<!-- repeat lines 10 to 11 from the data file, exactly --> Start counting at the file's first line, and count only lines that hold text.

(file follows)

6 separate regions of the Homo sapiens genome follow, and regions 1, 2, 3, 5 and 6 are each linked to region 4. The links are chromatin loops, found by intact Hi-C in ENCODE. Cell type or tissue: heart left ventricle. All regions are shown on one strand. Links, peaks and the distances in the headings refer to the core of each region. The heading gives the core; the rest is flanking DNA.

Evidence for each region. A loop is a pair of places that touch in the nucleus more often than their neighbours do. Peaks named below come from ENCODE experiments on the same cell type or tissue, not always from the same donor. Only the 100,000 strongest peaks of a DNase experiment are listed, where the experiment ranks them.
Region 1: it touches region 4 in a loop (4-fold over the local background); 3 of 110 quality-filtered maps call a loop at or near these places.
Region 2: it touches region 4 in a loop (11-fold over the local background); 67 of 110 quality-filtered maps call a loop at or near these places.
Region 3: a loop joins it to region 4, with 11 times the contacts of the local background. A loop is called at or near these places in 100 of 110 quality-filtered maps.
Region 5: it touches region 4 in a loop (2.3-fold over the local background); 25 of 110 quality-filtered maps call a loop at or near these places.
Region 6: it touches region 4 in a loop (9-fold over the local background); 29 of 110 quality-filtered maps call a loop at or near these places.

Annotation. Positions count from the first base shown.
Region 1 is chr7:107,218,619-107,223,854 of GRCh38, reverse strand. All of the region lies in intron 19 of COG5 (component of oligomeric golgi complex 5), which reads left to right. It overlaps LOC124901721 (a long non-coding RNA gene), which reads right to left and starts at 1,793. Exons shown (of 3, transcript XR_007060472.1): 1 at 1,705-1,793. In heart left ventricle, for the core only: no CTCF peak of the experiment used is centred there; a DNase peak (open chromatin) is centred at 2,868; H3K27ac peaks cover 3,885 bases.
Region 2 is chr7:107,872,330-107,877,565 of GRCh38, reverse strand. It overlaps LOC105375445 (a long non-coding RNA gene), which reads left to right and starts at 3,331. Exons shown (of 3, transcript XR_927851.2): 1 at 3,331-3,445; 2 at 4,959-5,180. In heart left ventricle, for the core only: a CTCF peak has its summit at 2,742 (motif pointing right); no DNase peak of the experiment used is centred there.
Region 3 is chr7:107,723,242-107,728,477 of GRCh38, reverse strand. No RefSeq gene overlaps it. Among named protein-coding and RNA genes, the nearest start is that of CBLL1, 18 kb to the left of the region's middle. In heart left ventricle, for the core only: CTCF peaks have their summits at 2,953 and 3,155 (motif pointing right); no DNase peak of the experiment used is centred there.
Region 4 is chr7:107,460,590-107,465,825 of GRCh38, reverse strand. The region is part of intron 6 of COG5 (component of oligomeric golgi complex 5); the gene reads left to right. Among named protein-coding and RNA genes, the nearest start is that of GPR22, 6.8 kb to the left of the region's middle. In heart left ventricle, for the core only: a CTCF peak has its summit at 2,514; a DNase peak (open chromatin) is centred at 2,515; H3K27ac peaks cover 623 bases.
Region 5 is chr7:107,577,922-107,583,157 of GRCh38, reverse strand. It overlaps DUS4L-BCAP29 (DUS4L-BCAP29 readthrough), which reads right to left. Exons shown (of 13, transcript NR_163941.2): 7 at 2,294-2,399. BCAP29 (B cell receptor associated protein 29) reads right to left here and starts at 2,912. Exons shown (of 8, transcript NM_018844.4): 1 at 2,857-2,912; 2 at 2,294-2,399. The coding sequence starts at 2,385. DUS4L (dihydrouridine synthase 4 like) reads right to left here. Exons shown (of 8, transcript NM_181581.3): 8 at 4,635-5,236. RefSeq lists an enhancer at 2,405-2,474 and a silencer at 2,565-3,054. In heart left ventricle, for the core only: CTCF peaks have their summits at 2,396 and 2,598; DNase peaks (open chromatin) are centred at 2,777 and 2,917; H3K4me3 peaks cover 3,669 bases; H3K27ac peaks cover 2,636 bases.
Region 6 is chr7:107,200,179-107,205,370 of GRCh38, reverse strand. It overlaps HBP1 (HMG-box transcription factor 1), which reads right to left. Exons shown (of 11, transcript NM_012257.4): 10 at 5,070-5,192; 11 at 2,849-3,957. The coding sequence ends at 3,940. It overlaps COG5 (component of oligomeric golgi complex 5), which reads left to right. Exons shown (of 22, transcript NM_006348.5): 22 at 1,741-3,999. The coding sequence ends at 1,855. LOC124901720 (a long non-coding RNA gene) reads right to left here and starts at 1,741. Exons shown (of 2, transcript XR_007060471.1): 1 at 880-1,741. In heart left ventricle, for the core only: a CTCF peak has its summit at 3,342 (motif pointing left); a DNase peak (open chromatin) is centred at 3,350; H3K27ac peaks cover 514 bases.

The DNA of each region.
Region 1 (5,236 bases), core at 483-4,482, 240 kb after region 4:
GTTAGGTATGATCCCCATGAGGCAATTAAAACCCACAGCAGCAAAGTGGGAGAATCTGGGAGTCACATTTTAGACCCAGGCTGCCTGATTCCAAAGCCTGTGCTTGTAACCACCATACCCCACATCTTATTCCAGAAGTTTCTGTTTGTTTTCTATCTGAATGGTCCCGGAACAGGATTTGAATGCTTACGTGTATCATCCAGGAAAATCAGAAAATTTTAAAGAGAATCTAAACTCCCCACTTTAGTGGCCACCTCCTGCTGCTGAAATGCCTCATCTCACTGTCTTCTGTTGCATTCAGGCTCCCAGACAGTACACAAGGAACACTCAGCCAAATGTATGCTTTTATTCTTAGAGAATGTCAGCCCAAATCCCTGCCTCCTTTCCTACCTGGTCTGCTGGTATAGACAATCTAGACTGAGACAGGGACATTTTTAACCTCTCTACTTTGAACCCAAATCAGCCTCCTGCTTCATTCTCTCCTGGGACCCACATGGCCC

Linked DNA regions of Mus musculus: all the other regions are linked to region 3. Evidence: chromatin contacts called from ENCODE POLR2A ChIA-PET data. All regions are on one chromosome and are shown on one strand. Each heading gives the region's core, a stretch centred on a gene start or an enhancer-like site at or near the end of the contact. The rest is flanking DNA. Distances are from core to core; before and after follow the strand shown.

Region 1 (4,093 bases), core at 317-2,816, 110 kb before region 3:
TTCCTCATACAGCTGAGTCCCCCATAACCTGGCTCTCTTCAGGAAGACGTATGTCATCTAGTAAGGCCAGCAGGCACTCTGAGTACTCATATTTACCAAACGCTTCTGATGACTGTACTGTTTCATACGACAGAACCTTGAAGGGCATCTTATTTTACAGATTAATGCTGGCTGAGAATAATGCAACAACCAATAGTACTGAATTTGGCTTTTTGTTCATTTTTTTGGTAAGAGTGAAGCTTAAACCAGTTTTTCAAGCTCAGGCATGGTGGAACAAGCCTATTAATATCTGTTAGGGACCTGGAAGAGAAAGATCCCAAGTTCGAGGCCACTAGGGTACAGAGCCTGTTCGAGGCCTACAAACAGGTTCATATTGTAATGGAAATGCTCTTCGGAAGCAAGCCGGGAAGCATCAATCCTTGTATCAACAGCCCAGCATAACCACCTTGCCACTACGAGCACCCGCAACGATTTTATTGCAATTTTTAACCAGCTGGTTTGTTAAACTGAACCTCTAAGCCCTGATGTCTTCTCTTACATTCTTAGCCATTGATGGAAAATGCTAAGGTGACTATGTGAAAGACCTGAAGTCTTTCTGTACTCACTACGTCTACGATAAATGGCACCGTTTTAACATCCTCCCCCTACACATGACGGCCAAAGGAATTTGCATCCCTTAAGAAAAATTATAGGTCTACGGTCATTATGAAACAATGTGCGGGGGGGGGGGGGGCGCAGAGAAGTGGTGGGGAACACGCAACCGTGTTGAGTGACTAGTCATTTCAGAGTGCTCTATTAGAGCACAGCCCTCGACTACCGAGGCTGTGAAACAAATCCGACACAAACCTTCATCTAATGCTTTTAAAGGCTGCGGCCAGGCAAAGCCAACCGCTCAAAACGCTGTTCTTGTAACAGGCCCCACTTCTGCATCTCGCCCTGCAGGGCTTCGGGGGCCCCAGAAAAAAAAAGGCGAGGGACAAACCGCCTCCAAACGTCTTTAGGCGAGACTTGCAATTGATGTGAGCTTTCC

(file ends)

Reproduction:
Region 2 is chr7:107,872,330-107,877,565 of GRCh38, reverse strand. It overlaps LOC105375445 (a long non-coding RNA gene), which reads left to right and starts at 3,331. Exons shown (of 3, transcript XR_927851.2): 1 at 3,331-3,445; 2 at 4,959-5,180. In heart left ventricle, for the core only: a CTCF peak has its summit at 2,742 (motif pointing right); no DNase peak of the experiment used is centred there.
Region 3 is chr7:107,723,242-107,728,477 of GRCh38, reverse strand. No RefSeq gene overlaps it. Among named protein-coding and RNA genes, the nearest start is that of CBLL1, 18 kb to the left of the region's middle. In heart left ventricle, for the core only: CTCF peaks have their summits at 2,953 and 3,155 (motif pointing right); no DNase peak of the experiment used is centred there.